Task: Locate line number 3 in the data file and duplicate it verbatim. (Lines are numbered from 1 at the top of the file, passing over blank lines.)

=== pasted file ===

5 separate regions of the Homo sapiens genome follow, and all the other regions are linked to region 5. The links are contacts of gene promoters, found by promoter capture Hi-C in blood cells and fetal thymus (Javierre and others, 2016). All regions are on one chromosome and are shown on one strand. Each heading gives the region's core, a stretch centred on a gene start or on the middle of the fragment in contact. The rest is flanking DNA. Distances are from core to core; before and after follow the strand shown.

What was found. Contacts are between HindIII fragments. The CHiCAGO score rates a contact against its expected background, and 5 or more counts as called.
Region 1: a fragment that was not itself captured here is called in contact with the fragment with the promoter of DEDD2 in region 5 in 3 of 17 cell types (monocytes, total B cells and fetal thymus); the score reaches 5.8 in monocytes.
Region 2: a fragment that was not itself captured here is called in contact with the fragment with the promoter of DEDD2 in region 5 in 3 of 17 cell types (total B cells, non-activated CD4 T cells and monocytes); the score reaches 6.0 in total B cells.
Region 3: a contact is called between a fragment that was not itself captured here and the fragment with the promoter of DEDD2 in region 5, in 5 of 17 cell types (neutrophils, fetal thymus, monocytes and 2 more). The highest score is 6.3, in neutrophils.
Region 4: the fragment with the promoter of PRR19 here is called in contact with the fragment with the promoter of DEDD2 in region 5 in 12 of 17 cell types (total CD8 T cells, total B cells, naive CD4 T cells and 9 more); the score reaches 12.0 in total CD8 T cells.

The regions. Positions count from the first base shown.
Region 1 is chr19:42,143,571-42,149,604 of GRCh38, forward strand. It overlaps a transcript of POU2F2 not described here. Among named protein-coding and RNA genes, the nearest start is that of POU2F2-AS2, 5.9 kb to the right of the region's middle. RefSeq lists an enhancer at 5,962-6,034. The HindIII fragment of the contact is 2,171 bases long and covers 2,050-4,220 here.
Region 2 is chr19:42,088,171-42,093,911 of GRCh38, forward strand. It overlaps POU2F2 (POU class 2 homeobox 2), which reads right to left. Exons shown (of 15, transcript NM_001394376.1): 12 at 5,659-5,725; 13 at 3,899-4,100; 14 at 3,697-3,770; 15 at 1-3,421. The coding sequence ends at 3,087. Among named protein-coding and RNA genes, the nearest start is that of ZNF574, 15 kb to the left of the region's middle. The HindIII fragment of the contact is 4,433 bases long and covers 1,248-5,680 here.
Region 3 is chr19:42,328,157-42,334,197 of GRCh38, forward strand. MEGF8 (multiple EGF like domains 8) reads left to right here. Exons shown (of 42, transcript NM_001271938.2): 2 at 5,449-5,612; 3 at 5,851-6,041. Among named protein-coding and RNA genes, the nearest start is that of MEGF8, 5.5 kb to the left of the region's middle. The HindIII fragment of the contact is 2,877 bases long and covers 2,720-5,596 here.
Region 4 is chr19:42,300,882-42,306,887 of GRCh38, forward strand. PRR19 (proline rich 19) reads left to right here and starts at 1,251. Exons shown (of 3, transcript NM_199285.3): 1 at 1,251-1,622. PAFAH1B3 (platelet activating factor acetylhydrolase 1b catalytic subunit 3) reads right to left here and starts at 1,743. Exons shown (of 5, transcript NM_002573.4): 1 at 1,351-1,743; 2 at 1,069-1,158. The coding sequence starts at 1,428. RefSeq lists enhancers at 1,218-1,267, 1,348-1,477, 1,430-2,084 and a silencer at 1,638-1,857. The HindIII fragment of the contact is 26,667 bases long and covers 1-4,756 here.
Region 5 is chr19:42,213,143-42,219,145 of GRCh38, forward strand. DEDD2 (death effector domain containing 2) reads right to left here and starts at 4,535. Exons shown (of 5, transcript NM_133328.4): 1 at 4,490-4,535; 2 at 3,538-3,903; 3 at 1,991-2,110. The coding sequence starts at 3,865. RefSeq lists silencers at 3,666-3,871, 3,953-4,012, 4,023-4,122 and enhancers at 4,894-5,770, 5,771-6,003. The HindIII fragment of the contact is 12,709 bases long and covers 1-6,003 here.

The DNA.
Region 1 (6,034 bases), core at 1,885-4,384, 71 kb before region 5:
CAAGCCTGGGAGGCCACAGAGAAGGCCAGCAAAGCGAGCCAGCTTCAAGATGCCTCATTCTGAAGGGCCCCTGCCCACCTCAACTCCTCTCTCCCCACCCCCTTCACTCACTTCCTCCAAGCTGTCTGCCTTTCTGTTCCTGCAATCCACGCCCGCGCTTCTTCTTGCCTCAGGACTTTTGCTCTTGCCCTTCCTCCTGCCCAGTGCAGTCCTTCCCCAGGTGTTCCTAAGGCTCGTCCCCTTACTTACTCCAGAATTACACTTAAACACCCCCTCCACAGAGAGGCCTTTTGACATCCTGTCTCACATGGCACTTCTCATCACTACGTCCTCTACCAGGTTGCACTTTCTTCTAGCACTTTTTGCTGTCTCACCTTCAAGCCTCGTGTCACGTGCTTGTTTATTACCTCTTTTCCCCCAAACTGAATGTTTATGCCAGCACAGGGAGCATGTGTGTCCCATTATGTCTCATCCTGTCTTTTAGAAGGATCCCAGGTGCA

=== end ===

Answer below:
Region 1: a fragment that was not itself captured here is called in contact with the fragment with the promoter of DEDD2 in region 5 in 3 of 17 cell types (monocytes, total B cells and fetal thymus); the score reaches 5.8 in monocytes.